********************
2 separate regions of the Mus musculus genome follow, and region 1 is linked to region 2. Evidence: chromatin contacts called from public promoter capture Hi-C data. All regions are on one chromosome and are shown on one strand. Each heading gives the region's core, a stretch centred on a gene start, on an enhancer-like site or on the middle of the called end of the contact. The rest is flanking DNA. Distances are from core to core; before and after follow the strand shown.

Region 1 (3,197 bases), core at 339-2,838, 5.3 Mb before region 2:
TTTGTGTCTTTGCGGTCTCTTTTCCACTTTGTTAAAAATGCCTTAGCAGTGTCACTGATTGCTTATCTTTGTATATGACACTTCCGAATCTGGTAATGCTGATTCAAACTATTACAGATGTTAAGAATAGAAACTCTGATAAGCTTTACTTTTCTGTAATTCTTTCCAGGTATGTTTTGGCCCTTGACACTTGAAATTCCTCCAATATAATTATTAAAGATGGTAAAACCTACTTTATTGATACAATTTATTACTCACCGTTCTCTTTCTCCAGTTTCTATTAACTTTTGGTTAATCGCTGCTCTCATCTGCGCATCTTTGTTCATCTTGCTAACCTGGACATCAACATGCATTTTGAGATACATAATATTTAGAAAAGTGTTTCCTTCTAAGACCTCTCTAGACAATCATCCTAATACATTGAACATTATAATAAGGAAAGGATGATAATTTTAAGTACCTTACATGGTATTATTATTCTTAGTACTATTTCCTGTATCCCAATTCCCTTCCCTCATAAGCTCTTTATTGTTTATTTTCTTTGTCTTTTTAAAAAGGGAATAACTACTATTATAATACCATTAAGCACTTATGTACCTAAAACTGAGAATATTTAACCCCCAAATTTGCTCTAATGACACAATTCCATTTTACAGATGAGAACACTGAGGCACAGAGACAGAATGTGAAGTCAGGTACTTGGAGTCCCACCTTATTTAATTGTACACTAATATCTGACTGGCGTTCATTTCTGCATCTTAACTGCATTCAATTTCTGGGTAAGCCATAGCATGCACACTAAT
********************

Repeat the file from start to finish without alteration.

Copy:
2 separate regions of the Mus musculus genome follow, and region 1 is linked to region 2. Evidence: chromatin contacts called from public promoter capture Hi-C data. All regions are on one chromosome and are shown on one strand. Each heading gives the region's core, a stretch centred on a gene start, on an enhancer-like site or on the middle of the called end of the contact. The rest is flanking DNA. Distances are from core to core; before and after follow the strand shown.

Region 1 (3,197 bases), core at 339-2,838, 5.3 Mb before region 2:
TTTGTGTCTTTGCGGTCTCTTTTCCACTTTGTTAAAAATGCCTTAGCAGTGTCACTGATTGCTTATCTTTGTATATGACACTTCCGAATCTGGTAATGCTGATTCAAACTATTACAGATGTTAAGAATAGAAACTCTGATAAGCTTTACTTTTCTGTAATTCTTTCCAGGTATGTTTTGGCCCTTGACACTTGAAATTCCTCCAATATAATTATTAAAGATGGTAAAACCTACTTTATTGATACAATTTATTACTCACCGTTCTCTTTCTCCAGTTTCTATTAACTTTTGGTTAATCGCTGCTCTCATCTGCGCATCTTTGTTCATCTTGCTAACCTGGACATCAACATGCATTTTGAGATACATAATATTTAGAAAAGTGTTTCCTTCTAAGACCTCTCTAGACAATCATCCTAATACATTGAACATTATAATAAGGAAAGGATGATAATTTTAAGTACCTTACATGGTATTATTATTCTTAGTACTATTTCCTGTATCCCAATTCCCTTCCCTCATAAGCTCTTTATTGTTTATTTTCTTTGTCTTTTTAAAAAGGGAATAACTACTATTATAATACCATTAAGCACTTATGTACCTAAAACTGAGAATATTTAACCCCCAAATTTGCTCTAATGACACAATTCCATTTTACAGATGAGAACACTGAGGCACAGAGACAGAATGTGAAGTCAGGTACTTGGAGTCCCACCTTATTTAATTGTACACTAATATCTGACTGGCGTTCATTTCTGCATCTTAACTGCATTCAATTTCTGGGTAAGCCATAGCATGCACACTAAT